So far, I’ve had the most success with green onions, garlic cloves, and herbs. All of the other vegetables I’ve attempted sprout well and then fade/stall at growing their true leaves (most likely because of lack of light, but we’ll get to that in another post).
One plant seems to be doing quite well; it’s color is dark, it’s growing quickly, and it doesn’t seem bothered by the amount of light. What plant is this? Broccoli!
Now, my excitement could be too hasty, as the plants are still quite small.
However, in preparation for the event that this plant does as well for it’s entire life as it has in the last three days, I’ve looked up some facts about broccoli.
Things You Miss By Buying Broccoli at the Grocery Store
- The adult broccoli plant is huge. It can reach about three feet in diameter. Unfortunately, the head, or the actual part that we eat, is quite small compared to the rest of the plant. After discovering just how small the “edible part” was, I started reconsidering taking the time and energy to grow broccoli.
- Then, it occurred to me that perhaps there was another way to approach this plant then I’d learned as a regular, American consumer. Perhaps I was missing out by just eating the head. Perhaps the rest of the plant was edible too. Who knows?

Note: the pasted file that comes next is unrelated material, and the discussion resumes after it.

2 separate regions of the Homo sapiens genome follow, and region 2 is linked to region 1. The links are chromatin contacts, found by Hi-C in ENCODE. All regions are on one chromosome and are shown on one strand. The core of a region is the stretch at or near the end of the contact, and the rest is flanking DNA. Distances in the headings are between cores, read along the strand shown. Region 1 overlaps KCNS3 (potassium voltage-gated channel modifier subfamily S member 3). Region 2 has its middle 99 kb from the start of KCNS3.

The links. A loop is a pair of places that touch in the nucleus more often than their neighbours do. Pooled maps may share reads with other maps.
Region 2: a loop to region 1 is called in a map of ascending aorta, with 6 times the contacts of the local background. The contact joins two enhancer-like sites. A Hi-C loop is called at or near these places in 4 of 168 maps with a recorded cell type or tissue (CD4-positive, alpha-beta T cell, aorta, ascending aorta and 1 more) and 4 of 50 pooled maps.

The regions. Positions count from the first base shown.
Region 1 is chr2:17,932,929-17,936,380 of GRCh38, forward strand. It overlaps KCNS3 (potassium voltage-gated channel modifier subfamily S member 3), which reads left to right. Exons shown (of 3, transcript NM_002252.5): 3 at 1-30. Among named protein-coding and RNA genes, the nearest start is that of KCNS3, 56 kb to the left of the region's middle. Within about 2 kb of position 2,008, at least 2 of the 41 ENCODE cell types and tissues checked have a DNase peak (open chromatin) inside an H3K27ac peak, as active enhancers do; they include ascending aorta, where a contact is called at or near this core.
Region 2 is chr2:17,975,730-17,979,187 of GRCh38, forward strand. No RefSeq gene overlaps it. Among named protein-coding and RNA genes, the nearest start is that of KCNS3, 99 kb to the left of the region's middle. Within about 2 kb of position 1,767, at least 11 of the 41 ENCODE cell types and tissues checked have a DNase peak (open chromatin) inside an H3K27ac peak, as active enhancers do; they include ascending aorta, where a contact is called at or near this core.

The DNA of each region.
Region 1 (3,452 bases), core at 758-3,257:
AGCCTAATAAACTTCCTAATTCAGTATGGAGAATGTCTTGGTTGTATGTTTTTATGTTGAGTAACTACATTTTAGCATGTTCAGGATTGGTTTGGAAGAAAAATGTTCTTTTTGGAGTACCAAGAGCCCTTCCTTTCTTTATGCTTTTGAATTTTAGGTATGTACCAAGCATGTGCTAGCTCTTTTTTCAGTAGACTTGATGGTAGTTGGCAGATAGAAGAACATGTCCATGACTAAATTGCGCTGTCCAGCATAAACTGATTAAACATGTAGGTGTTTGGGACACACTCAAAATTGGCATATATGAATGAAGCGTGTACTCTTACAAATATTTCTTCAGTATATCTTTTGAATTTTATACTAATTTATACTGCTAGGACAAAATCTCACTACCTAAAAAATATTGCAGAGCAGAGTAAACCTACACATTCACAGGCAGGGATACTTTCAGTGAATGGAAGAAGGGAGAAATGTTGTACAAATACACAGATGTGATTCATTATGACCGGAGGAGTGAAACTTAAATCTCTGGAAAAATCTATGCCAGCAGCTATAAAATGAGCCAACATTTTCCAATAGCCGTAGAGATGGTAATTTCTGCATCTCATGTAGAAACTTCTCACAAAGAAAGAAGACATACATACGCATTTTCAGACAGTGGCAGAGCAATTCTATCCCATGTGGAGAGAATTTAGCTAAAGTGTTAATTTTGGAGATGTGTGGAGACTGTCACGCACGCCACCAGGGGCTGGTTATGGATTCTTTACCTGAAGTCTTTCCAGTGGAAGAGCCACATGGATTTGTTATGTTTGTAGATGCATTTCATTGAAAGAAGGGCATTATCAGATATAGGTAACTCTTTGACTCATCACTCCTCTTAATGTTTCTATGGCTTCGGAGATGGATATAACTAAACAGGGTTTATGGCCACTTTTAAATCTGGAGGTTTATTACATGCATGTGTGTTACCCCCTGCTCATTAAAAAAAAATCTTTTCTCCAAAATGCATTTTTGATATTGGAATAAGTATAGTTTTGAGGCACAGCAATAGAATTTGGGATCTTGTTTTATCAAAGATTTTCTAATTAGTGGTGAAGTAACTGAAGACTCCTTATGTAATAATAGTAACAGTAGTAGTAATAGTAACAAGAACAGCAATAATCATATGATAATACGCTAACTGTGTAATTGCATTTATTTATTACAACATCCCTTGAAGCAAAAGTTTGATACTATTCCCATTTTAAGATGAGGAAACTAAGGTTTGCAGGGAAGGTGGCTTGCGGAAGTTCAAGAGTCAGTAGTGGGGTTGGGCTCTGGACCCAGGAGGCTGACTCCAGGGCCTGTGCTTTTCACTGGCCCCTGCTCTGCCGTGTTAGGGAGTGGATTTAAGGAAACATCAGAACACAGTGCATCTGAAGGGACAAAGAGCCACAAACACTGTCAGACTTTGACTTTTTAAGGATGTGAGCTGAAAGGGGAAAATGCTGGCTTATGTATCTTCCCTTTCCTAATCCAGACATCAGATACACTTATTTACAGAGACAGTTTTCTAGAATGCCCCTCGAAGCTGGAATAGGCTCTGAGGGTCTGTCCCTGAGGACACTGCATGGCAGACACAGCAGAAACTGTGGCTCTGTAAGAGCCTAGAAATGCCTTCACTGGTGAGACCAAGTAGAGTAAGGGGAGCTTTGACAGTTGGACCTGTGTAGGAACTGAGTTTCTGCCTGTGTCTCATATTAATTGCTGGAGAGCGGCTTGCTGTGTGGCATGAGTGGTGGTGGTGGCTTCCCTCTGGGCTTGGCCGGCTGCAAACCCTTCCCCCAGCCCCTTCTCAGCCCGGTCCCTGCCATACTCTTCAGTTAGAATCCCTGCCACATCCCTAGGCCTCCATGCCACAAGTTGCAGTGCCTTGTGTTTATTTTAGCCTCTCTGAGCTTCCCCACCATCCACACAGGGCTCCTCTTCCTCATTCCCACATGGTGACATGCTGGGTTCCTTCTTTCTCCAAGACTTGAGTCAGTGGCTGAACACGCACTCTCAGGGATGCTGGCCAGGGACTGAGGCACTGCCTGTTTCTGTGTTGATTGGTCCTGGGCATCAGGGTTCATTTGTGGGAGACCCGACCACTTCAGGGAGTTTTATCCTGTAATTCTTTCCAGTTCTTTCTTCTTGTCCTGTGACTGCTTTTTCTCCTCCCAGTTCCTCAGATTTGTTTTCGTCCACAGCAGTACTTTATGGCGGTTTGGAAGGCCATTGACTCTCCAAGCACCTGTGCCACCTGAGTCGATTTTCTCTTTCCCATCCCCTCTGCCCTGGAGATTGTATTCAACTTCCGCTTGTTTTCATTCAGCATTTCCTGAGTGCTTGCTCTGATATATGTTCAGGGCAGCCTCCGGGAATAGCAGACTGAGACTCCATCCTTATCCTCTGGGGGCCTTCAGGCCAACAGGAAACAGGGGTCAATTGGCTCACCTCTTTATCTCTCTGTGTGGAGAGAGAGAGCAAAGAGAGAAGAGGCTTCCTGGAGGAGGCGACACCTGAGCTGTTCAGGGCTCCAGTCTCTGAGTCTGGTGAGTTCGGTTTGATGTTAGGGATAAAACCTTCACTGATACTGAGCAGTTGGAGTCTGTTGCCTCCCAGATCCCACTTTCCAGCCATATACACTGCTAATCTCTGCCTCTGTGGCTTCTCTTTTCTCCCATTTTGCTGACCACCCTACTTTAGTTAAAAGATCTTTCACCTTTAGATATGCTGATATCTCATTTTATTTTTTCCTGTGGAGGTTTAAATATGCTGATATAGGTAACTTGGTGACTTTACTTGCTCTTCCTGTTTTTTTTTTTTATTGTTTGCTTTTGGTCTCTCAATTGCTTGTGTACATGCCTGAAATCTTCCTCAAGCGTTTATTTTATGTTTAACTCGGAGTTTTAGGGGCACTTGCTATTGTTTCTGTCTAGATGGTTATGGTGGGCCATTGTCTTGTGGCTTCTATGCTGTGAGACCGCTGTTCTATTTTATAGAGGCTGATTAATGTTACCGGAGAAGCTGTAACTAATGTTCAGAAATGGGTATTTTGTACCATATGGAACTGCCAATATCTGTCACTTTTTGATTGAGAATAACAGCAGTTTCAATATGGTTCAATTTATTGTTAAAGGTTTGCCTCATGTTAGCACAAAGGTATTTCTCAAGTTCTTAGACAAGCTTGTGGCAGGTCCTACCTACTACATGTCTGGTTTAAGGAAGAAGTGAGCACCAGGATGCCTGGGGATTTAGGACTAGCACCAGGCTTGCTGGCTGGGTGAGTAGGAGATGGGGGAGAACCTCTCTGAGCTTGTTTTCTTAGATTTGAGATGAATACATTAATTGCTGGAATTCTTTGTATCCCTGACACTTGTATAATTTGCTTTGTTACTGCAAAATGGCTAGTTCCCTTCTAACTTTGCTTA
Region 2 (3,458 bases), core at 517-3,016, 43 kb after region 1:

- Turns out I was right! Broccoli leaves are completely edible and there are numerous recipes online regarding their preparation. Here are some of the sources I found:
- Nutrition facts about broccoli leaves: http://nutritiondata.self.com/facts/vegetables-and-vegetable-products/2815/2
- An online conversation about the preparation and taste of broccoli leaves. Apparently they are quite tasty when picked young and some people grow the plant just for the leaf! They reportedly can be used just like kale! http://forums.gardenweb.com/forums/load/harvest/msg030829449882.html
- Online broccoli leaf recipe resources: https://www.google.com/webhp?sourceid=chrome-instant&ix=hea&ie=UTF-8#hl=en&gs_nf=1&gs_mss=broccoli%20leaves%20nutrition&tok=0R9xd17mg5-jITvhYx6ztg&cp=18&gs_id=6&xhr=t&q=broccoli+leaves+recipe&pf=p&sclient=psy-ab&oq=broccoli+leaves+re&aq=0&aqi=g1g-v3&aql=&gs_l=&pbx=1&bav=on.2,or.r_gc.r_pw.r_cp.r_qf.,cf.osb&fp=160a46efcf63646c&ix=hea&biw=950&bih=496
Broccoli Isn’t the Only One Whose Leaves You Miss at the Grocery Store!
- So far, I have discovered that garlic greens can be used in the place of regular garlic! It tastes exactly the same, is easier to handle in the kitchen, and, from previous research I did on it for a class report a while back, it contains more of the active compounds that garlic is reputed for than the bulb!
- Additionally, cauliflower leaves and brussel sprout leaves (pretty much any relative of the wild mustard) can also be consumed.
- Above is a picture of sauteed pea greens. The vine of the pea plant can be used like spinach! That’s great news, considering the amount of time and space it takes to grow peas. Here’s a basic recipe: http://localfoods.about.com/od/fruitsvegetables/tp/aboutpeagreens.htm
Waste Not, Want Not.